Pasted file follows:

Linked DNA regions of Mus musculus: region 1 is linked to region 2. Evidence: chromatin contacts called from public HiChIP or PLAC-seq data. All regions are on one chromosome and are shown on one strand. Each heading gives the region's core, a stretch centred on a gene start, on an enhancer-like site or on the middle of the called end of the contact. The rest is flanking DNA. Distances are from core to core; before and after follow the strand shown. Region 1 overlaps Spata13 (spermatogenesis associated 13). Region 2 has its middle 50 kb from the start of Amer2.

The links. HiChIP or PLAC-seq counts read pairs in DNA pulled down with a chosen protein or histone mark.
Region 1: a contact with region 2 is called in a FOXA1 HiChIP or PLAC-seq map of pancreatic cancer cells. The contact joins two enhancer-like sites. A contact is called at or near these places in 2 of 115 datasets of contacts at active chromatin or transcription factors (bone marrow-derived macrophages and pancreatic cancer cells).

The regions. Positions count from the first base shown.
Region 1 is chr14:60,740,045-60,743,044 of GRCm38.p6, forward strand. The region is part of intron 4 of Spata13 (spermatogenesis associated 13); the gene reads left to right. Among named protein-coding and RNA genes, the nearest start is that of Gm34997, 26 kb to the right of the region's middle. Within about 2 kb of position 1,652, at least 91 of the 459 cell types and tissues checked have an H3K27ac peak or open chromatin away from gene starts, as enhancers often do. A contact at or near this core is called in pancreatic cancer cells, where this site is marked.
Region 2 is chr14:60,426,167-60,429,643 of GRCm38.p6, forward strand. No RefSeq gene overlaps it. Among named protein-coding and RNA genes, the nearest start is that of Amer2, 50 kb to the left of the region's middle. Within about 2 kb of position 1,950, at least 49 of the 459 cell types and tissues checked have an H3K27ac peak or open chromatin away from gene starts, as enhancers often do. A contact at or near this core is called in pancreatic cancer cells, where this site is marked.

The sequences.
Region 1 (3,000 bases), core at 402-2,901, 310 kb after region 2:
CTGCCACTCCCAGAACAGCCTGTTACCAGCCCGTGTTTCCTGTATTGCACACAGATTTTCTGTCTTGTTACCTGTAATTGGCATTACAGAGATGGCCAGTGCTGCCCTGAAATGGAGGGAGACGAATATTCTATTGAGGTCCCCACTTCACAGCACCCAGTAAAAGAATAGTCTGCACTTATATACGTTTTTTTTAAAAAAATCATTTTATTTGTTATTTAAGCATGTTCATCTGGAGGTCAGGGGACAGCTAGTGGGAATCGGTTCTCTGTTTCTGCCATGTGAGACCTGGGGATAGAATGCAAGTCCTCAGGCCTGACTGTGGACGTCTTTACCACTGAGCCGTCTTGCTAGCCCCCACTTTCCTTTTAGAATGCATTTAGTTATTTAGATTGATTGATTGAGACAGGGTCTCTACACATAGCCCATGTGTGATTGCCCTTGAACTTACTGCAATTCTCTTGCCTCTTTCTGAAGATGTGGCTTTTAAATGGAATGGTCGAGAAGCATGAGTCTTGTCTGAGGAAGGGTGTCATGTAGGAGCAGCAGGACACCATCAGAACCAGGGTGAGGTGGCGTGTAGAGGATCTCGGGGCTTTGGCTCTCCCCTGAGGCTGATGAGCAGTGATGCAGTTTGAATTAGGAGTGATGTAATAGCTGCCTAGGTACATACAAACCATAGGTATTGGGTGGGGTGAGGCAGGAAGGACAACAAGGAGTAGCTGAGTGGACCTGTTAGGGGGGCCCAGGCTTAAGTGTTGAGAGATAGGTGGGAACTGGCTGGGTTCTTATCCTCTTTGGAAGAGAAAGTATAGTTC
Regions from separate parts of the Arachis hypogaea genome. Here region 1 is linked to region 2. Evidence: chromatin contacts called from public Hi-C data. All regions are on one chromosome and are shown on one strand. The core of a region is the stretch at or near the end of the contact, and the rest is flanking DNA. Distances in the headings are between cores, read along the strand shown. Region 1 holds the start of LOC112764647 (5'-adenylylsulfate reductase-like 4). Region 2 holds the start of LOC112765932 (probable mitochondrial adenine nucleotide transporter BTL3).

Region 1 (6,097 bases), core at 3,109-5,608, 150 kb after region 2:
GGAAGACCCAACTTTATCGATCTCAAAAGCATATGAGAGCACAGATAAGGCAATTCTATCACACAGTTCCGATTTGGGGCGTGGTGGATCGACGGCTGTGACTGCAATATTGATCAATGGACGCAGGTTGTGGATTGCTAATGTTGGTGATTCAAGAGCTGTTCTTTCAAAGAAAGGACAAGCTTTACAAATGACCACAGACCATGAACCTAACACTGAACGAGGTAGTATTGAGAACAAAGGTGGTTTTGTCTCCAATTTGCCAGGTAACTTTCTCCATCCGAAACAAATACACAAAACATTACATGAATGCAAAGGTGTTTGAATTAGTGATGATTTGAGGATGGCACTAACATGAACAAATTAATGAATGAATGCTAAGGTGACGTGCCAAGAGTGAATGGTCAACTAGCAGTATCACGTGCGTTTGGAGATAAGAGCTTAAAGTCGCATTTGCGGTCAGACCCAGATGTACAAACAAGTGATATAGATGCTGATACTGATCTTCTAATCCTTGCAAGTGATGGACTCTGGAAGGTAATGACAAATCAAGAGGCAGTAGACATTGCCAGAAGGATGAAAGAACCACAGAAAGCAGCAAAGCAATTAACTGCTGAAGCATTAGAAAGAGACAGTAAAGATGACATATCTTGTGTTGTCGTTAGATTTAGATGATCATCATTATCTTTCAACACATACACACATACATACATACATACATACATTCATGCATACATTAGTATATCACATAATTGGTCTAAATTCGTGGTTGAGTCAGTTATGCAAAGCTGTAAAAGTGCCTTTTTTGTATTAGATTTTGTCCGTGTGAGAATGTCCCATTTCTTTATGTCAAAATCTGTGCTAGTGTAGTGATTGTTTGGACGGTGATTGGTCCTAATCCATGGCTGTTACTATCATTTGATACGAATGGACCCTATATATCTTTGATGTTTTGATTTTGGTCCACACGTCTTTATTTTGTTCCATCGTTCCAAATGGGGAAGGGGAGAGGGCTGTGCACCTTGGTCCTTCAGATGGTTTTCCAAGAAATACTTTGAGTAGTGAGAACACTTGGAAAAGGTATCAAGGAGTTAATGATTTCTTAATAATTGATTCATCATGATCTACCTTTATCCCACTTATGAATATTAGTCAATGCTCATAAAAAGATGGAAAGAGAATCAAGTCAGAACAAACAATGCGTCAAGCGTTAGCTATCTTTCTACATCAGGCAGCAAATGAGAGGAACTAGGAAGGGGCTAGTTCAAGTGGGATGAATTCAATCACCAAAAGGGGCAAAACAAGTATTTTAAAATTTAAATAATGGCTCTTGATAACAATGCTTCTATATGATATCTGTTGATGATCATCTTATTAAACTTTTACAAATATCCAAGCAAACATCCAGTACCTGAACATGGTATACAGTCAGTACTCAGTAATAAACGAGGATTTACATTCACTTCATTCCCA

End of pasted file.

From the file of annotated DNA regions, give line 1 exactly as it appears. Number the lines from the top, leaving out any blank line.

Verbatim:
Linked DNA regions of Mus musculus: region 1 is linked to region 2. Evidence: chromatin contacts called from public HiChIP or PLAC-seq data. All regions are on one chromosome and are shown on one strand. Each heading gives the region's core, a stretch centred on a gene start, on an enhancer-like site or on the middle of the called end of the contact. The rest is flanking DNA. Distances are from core to core; before and after follow the strand shown. Region 1 overlaps Spata13 (spermatogenesis associated 13). Region 2 has its middle 50 kb from the start of Amer2.